Heron Island, Great Barrier Reef, Australia

Wednesday 28 March 2018

Well, there's a thing

After months of not finding anything that novel to say about the usual annual round of events, what does it say that inspiration strikes at the sight of a load of old muck?

The Museum of London has a new section on the monster fatberg of Whitechapel, a vast conglomeration of (mostly) fat, setting to concrete as it accumulated around various sorts of undissolvable waste, grit and calcium in the sewers underneath an area with a high proportion of takeaway food joints.  As you enter,  a display cabinet shows you the sewer workers' protective suit - and the shovels they had to resort to at times to dig it out.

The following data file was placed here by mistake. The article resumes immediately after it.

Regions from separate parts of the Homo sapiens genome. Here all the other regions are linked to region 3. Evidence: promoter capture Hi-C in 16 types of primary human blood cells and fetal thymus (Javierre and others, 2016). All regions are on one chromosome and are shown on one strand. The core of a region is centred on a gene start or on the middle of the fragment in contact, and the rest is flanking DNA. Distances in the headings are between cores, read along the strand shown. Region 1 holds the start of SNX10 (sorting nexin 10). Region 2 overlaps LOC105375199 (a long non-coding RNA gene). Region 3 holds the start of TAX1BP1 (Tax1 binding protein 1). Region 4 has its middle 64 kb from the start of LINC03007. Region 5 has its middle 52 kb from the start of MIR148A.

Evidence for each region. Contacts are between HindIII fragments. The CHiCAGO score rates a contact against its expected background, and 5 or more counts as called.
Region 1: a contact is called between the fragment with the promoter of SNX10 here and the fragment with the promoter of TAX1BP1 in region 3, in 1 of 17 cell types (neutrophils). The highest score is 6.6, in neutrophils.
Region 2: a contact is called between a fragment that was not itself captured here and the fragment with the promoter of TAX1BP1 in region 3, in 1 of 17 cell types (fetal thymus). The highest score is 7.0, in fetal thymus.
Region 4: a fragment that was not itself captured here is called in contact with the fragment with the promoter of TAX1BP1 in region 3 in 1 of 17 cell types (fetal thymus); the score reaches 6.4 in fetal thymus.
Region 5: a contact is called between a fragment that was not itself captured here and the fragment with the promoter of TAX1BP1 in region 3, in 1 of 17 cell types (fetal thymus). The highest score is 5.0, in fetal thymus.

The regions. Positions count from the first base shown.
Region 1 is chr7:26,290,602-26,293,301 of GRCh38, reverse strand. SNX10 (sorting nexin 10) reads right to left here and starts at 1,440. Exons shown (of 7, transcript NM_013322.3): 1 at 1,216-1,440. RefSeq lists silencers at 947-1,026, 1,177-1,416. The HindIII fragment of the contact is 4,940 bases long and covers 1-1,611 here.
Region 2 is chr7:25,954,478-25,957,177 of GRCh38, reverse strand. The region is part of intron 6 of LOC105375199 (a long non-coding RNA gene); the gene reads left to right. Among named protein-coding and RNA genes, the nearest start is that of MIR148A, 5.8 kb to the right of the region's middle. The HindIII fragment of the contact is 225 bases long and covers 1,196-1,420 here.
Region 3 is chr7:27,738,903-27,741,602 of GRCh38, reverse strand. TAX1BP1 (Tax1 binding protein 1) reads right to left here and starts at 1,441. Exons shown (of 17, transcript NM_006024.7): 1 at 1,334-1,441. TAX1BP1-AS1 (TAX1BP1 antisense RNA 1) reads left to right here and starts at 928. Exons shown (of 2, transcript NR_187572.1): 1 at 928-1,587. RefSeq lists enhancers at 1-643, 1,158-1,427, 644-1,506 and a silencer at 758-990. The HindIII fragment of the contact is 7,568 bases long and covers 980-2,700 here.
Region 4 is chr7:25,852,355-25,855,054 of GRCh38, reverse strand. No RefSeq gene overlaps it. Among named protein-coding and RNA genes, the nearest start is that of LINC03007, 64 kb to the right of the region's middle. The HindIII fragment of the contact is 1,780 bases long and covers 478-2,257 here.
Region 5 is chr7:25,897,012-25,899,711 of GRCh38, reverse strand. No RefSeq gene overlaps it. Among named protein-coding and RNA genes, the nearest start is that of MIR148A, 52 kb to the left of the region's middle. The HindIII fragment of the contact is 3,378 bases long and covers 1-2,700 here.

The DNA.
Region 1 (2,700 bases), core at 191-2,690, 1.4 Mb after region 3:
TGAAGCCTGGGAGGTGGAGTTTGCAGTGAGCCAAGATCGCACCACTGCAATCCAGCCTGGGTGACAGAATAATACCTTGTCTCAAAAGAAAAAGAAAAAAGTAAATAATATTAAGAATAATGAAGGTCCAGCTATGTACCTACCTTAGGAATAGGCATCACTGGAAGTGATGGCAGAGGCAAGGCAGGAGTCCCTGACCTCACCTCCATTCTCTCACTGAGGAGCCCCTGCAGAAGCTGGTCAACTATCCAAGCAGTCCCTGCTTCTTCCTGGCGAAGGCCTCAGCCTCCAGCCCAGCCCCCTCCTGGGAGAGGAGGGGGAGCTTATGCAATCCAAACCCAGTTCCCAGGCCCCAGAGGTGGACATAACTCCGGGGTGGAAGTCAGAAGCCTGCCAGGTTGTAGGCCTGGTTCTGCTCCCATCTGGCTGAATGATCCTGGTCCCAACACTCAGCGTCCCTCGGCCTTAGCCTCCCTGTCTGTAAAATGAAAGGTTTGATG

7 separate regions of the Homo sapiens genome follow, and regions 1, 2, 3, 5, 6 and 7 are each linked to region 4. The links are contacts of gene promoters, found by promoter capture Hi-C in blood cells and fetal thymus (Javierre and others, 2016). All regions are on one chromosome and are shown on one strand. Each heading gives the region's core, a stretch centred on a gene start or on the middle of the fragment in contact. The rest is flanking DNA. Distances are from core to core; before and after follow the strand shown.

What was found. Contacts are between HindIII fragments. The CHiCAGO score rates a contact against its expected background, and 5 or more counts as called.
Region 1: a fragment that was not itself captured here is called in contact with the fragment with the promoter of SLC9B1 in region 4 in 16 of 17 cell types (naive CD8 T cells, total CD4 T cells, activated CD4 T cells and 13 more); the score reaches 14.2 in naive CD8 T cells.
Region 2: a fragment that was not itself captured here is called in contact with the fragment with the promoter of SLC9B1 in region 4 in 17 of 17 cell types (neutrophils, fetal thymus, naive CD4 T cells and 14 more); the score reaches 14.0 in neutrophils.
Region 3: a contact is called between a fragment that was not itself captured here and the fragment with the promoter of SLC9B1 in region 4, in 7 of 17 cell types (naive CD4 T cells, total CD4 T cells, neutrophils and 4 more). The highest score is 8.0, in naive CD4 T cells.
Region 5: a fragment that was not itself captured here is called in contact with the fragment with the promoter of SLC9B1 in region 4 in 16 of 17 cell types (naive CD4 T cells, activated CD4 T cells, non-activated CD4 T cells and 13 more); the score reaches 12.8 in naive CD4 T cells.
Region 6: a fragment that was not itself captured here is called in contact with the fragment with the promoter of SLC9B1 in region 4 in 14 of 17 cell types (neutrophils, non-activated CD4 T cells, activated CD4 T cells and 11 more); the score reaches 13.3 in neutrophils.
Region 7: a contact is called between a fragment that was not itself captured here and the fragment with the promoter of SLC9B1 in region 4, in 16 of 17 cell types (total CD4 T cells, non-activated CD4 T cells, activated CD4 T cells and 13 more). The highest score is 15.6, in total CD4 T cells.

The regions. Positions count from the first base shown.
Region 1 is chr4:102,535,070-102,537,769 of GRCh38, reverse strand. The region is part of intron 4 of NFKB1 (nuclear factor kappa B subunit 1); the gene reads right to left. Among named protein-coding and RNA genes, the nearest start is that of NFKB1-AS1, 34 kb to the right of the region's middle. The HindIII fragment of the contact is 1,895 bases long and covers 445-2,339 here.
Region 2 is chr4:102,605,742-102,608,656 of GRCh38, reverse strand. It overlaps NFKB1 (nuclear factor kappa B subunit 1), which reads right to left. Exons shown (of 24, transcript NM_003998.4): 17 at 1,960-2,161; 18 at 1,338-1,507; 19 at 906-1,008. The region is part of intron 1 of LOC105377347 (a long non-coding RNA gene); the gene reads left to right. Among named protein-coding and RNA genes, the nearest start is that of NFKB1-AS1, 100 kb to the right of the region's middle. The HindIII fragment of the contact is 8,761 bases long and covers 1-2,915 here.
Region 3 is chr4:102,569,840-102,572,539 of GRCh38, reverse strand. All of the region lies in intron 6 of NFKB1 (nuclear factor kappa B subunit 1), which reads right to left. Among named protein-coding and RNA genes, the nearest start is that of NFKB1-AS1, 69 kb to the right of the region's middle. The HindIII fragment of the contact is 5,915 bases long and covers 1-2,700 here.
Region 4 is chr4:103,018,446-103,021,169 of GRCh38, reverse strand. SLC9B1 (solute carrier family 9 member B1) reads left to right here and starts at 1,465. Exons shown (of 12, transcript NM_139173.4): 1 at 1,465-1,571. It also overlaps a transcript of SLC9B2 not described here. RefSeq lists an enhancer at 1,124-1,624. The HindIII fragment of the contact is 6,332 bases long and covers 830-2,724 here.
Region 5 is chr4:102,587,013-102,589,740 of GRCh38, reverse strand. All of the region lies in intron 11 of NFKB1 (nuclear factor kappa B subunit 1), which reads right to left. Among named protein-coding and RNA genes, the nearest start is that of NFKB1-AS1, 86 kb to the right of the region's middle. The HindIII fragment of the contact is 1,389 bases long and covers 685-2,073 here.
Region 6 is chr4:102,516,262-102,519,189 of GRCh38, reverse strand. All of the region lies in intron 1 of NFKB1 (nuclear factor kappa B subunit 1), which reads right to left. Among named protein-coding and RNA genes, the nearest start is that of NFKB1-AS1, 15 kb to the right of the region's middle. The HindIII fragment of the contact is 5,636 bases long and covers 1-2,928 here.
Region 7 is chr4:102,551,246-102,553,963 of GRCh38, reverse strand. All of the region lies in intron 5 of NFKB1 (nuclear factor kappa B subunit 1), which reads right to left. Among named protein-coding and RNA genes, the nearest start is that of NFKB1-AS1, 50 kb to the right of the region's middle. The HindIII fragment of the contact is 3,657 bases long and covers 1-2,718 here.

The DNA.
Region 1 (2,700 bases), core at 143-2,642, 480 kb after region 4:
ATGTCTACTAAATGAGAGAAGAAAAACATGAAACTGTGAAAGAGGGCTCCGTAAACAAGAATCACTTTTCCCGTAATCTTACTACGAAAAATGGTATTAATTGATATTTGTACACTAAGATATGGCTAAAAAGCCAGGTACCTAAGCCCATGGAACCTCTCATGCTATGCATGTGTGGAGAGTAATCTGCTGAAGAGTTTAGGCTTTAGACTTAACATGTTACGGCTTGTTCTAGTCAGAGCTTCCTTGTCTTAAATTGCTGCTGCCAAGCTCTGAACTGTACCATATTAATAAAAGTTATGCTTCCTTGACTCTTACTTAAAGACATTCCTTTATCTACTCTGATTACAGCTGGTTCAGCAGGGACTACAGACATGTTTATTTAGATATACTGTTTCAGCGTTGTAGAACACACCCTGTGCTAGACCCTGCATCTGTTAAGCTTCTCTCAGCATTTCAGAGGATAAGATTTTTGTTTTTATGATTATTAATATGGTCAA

There's also an informative video, complete with questing rat, showing just how huge the problem was, and outlining the facts and figures, together with the issues in creating a museum display (how to protect conservators and public from potential infection, not to mention the pong, and will it gradually break down till there's not much left to show anyway?).

As is traditional in high-profile exhibits, the headline item is reserved for its own special spotlit case within a darkened inner sanctum: no more prepossessing than a piece of rubble on a demolition site, but what lump of gunk could be anything else?

It serves as a warning of the damage simple carelessness can do, and a reminder of the things so many unseen workers do to keep the city going. There is some good news : it can all be used, refined for fuel for buses, with the residue burnt in power stations.

And, of course, the museum shop serves handy mementoes: badges, T-shirts, shopping bags, cuddly toy rats, and should you feel like a themed snack, a bag of toothsome "Fatberg sludge".